The WGA West’s board has come under fire for refusing to publish a long-planned discussion of guild politics in its monthly magazine Written By.
Four of the participants in July’s roundtable discussion — Larry Gelbart, Lionel Chetwynd and former board members Lynn Roth and Michael Russnow — have condemned the decision. And the moderator of the discussion, board member Peter Lefcourt, has resigned his post as chair of the Guild Editorial Advisory Committee in protest.
“Those who took part in the conversation are without any question being censored by the largest union of English-speaking writers in the world,” said Gelbart. “How sad for the union. How sad for the world.”
Chetwynd, who was often at odds with Gelbart at the roundtable, noted the concept was originated by the guild. “If they didn’t want a spirited and truthful exchange, they shouldn’t have wasted our time in the first place,” he declared.
The article was originally planned for the October issue of Written By but it was delayed and then pulled in November when the WGA West board voted against publishing the article — a transcript of the discussion — on a 7-7 tally with one abstention.
But WGA West assistant exec director Cheryl Rhoden indicated Friday the article may still be published in modified form.
“The board voted not to publish the article at this time,” she said. “The article is being reviewed for future publication subject to editorial changes.”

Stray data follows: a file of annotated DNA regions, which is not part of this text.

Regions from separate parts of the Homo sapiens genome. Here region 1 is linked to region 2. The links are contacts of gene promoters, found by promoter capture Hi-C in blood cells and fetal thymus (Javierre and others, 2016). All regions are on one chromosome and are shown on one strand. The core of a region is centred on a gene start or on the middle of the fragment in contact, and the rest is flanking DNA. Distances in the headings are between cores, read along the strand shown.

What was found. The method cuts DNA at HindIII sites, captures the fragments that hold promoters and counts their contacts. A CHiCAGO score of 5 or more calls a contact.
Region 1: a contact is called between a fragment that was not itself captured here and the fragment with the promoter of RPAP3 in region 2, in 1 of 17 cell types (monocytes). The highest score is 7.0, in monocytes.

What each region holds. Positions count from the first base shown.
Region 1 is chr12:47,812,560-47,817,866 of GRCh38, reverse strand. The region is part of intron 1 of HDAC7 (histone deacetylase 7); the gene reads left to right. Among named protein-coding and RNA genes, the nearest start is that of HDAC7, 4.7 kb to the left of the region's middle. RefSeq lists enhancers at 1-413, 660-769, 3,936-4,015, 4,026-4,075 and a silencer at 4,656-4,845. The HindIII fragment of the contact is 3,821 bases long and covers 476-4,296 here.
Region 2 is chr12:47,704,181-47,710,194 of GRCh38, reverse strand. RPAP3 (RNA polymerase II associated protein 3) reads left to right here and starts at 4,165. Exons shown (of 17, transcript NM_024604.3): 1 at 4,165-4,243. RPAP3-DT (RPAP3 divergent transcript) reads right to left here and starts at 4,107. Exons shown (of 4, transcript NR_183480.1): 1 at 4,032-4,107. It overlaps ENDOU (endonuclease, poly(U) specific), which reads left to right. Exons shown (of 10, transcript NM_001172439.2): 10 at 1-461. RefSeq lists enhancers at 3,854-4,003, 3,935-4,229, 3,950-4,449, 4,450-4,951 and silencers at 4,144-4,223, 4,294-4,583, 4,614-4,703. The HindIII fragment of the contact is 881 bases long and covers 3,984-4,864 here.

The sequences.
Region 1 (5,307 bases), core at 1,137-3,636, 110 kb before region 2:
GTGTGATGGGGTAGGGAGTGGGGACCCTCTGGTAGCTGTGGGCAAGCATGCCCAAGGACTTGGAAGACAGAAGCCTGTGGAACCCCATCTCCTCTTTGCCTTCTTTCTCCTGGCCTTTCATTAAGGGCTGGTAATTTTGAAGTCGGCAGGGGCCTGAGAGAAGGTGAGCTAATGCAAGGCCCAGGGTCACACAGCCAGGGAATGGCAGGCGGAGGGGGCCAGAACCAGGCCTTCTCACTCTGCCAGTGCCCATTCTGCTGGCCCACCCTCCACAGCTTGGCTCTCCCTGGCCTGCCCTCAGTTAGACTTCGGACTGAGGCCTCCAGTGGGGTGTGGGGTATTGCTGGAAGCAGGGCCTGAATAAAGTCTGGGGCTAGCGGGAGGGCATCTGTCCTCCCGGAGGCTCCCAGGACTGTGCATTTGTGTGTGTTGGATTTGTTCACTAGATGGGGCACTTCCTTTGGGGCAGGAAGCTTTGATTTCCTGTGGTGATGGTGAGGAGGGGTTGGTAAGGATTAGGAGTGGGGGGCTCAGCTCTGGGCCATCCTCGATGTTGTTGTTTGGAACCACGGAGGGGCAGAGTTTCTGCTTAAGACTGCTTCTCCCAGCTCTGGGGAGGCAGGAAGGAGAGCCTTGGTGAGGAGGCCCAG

The board meets tonight, but the matter is not on the agenda.
The roundtable, which also included former board member Brenda Lilly and current secretary-treasurer Patric Verrone, was designed to reflect a cross-section of political philosophy and provide historical perspective following a turbulent year that has seen two guild presidents resign, the Labor Dept. supervise the presidential election and members work without a contract for six months.
Topics at the roundtable included negotiations, strikes, elections, staff members and office olders.
“We were silenced by our peers,” Roth said. “We’ve made incredible inroads with censorship in our industry, but now we have to fight it within our own guild.”
Roundtable participants said they had refused the board’s demand that the article not contain opinions it deemed to cast a negative view of guild members. “We were told in the most general terms that the board didn’t like any references slamming fellow members of the guild, and we rightfully felt that it wasn’t their place to pre-censor us at all,” Gelbart said.
Chetwynd said there had been room for compromise. “If they’d come to us in a kinder fashion and suggested rearranging some words that might have appeared too pungent, we probably might have toned it down, so long as it didn’t change the impression of what we were talking about,” he added.
Russnow noted board members also expressed concerns over negative comments about WGA members in a publication subsidized with their own dues. “Yet candidates for office are free to make any unpleasant charges about other guild members in a booklet entirely paid for with member dues, including those of the member under attack,” he added.